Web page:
What We Can Learn From Religion

After these admittedly very pointed remarks I want to emphasize: We need step models. We also need “evangelists” who preach them.

In the middle ages churches and convents were important places of culture. Monks knew how to read and write, spoke foreign languages and in many cases were more sophisticated than the common people. The same applied to the priests. A software bureaucrat should ask himself, if he’s at a comparably high level.

Typical questions are:

  • Do I really know what the other participants in the development process need?
  • Or do I only think that I know it, because 20 years ago (which at corresponds to at least 100 IT-years) I had been partaking in a similar process?

The other aspect concerns modernity: Often we shake our head about societies that refuse to develop due to strict religious rules. In software architecture we say that a model is “well” if nothing can be omitted. That is also a point of interest:

  • Is the newly developed process slim – can it be further slimmed down?
  • Is the newly developed process good or just well meant?

And here shows an important difference between the software designer and the software bureaucrat: A software bureaucrat has to be brave, for he has to be able to admit mistakes and be ready to adapt a bad process.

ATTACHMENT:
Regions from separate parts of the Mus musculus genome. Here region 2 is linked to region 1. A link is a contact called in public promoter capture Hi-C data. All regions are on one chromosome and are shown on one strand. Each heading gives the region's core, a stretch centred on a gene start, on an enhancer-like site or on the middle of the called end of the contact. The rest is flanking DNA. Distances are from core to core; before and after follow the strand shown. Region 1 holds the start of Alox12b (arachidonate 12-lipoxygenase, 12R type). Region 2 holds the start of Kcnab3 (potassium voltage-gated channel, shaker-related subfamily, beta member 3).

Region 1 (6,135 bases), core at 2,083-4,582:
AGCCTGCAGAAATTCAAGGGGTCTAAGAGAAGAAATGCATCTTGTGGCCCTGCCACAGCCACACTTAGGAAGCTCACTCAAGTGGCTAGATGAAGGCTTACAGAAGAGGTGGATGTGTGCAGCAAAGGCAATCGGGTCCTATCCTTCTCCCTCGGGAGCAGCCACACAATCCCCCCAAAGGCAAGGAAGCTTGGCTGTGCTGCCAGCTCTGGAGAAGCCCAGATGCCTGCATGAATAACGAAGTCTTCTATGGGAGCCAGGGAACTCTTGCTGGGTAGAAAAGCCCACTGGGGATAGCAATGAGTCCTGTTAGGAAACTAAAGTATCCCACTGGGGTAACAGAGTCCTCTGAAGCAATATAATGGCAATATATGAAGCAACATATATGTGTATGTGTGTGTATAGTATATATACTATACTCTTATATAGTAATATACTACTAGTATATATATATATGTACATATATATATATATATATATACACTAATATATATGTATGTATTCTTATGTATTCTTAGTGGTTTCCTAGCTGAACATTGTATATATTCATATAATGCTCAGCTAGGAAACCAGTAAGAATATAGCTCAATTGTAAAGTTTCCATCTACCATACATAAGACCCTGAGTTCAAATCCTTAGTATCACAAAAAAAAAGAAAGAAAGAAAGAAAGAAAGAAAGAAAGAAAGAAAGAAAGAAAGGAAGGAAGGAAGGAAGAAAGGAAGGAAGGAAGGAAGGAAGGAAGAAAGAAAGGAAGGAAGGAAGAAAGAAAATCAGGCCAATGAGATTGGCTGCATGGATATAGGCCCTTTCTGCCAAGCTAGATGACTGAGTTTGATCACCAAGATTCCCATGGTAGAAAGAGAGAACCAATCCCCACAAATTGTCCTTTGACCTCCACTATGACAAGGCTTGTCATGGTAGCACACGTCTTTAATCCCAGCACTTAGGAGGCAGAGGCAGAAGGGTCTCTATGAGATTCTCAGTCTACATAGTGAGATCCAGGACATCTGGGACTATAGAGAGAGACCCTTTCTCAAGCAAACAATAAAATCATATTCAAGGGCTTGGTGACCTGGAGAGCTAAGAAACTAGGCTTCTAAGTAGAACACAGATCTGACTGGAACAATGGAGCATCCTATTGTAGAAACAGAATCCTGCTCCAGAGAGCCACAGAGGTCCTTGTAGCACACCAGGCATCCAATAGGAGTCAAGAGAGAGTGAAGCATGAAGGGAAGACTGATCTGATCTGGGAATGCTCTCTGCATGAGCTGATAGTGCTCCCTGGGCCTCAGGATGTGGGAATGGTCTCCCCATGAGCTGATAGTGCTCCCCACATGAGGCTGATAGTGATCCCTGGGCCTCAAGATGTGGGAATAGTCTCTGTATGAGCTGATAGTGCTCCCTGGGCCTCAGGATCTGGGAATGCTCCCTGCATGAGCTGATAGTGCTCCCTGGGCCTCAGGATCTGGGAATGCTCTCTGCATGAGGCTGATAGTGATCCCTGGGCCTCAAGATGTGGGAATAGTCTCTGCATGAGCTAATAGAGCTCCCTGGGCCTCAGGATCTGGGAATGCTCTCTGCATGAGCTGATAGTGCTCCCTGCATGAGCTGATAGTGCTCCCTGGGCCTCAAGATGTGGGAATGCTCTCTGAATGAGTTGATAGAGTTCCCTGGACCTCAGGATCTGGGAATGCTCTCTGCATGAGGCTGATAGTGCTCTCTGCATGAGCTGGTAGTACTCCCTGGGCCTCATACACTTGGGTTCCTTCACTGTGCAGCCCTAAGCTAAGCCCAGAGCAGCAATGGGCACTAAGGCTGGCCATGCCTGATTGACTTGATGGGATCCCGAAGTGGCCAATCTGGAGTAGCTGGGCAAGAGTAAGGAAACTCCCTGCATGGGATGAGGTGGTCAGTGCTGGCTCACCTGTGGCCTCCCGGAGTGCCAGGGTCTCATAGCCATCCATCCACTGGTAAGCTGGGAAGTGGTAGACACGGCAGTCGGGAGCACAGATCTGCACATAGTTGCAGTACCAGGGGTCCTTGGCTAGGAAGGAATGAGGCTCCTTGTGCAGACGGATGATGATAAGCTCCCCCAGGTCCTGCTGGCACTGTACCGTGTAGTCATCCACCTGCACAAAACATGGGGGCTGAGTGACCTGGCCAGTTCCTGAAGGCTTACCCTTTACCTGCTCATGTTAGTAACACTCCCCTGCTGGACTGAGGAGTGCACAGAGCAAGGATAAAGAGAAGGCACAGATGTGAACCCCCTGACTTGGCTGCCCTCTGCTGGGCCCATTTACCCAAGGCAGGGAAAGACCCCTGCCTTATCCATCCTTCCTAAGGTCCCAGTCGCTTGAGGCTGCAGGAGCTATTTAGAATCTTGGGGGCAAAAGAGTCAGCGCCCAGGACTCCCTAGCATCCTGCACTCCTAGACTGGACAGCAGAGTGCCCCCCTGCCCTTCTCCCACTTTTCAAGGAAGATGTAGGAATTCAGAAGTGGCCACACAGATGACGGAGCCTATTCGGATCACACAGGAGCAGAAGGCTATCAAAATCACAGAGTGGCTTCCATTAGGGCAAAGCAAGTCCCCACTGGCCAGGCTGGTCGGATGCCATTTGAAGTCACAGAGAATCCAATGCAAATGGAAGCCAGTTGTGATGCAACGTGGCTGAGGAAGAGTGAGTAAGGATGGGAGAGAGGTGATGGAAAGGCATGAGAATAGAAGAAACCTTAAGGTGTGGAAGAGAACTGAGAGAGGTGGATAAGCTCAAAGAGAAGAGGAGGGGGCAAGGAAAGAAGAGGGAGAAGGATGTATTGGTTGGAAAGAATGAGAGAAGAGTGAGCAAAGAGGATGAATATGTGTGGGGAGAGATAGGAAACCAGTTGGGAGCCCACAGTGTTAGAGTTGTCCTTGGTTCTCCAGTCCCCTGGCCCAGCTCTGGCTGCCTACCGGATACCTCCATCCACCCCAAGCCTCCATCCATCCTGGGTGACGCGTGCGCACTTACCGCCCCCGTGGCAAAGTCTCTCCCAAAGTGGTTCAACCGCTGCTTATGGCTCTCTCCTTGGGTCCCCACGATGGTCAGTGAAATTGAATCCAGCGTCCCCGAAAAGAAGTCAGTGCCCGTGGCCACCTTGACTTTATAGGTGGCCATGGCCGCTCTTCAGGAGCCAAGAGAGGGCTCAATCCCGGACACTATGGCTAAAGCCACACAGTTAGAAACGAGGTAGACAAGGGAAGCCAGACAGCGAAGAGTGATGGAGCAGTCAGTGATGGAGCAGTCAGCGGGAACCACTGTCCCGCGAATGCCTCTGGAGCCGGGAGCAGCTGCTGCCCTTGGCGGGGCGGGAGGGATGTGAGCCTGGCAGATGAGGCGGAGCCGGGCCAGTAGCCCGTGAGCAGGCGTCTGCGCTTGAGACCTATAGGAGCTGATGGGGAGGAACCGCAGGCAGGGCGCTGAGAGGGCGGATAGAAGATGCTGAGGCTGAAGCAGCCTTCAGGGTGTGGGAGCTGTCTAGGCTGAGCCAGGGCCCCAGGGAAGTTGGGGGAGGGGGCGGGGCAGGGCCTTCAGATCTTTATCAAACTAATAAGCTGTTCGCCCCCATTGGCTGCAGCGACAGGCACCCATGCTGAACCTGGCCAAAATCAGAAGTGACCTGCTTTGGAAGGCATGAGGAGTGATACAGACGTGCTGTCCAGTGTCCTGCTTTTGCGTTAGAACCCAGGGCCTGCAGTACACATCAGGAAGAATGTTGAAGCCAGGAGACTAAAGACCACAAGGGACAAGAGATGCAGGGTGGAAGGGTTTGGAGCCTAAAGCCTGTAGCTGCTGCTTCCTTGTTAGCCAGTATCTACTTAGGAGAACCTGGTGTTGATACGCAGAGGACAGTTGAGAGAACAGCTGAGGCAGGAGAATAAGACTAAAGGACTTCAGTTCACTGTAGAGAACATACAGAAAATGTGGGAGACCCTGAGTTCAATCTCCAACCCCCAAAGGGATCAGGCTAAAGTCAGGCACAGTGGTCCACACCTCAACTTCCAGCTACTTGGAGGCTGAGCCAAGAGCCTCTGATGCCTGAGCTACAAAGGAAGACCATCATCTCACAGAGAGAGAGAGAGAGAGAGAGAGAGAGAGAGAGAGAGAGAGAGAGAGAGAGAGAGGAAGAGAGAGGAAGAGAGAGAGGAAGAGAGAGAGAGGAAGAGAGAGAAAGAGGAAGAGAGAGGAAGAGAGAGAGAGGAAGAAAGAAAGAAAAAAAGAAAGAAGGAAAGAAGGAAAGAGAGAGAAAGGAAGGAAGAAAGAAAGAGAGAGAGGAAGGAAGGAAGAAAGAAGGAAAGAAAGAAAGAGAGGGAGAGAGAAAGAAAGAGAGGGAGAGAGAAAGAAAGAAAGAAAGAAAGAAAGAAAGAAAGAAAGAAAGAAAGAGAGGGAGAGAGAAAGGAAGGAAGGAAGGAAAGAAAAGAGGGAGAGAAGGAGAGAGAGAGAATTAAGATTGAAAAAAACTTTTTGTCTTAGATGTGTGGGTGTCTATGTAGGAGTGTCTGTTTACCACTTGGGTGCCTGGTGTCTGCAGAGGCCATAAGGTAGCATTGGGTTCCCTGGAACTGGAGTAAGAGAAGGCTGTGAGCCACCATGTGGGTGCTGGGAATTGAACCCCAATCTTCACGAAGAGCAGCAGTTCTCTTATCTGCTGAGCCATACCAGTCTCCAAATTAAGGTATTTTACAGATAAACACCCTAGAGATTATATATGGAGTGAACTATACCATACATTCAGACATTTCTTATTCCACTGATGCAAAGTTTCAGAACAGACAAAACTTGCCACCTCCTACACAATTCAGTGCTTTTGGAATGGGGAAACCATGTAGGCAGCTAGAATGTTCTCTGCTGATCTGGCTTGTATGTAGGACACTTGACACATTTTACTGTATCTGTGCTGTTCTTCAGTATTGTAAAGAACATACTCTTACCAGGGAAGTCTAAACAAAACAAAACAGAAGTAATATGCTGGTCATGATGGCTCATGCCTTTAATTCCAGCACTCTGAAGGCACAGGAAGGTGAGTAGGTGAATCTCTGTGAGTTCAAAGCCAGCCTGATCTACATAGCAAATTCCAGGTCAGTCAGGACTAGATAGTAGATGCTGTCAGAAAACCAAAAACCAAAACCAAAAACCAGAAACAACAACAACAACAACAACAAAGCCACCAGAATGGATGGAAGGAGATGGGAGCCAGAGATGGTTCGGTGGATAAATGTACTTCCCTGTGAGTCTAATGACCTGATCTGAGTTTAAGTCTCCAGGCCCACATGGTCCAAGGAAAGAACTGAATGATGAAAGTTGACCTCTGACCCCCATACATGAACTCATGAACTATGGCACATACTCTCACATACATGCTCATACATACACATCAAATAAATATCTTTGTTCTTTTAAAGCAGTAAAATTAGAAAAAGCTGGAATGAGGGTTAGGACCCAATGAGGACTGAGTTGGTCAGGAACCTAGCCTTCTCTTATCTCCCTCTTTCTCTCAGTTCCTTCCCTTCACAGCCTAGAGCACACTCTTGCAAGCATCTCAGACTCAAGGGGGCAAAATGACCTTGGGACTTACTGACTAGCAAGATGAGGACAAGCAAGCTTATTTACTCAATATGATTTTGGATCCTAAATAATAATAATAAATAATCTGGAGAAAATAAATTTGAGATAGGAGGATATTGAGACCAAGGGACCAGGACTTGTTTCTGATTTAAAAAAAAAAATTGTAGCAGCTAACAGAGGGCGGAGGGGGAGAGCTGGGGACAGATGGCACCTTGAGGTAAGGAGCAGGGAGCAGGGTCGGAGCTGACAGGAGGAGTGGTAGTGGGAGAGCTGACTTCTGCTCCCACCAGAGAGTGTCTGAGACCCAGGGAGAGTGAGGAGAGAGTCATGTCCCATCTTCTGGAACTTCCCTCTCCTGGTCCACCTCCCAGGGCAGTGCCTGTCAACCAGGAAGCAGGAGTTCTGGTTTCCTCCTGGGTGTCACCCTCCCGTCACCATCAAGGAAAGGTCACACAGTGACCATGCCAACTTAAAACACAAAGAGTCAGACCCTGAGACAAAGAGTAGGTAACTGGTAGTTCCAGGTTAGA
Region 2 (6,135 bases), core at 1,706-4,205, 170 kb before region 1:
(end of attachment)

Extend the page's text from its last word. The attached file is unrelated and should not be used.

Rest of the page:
It’s easier for a software developer or a software designer: When you have to justify a bad decision, you point at a book or maybe an SAP-standard, where this very step method is used. In the end you correct the (often self made) mistakes and everything is fine again. If a software bureaucrat doesn’t show this courage, he often forces whole departments to use outdated or even harmful step methods.

What Kind of Software Development Process Should We Use?

Most of my time in my career as software developer I had to follow non-agile processes and from my mind I’m believing we need regulation and to a certain limit bureaucracy. Some days before I learnt in a great and very inspiring talk that even in big companies like SAP agile methods like Scrum and XP have been used with success, see “Agile Softwareentwicklung in großen Organisationen – am Beispiel SAP”. But what methods shall we use? I admit that I don’t know the answer – but there are some things I believe to be true: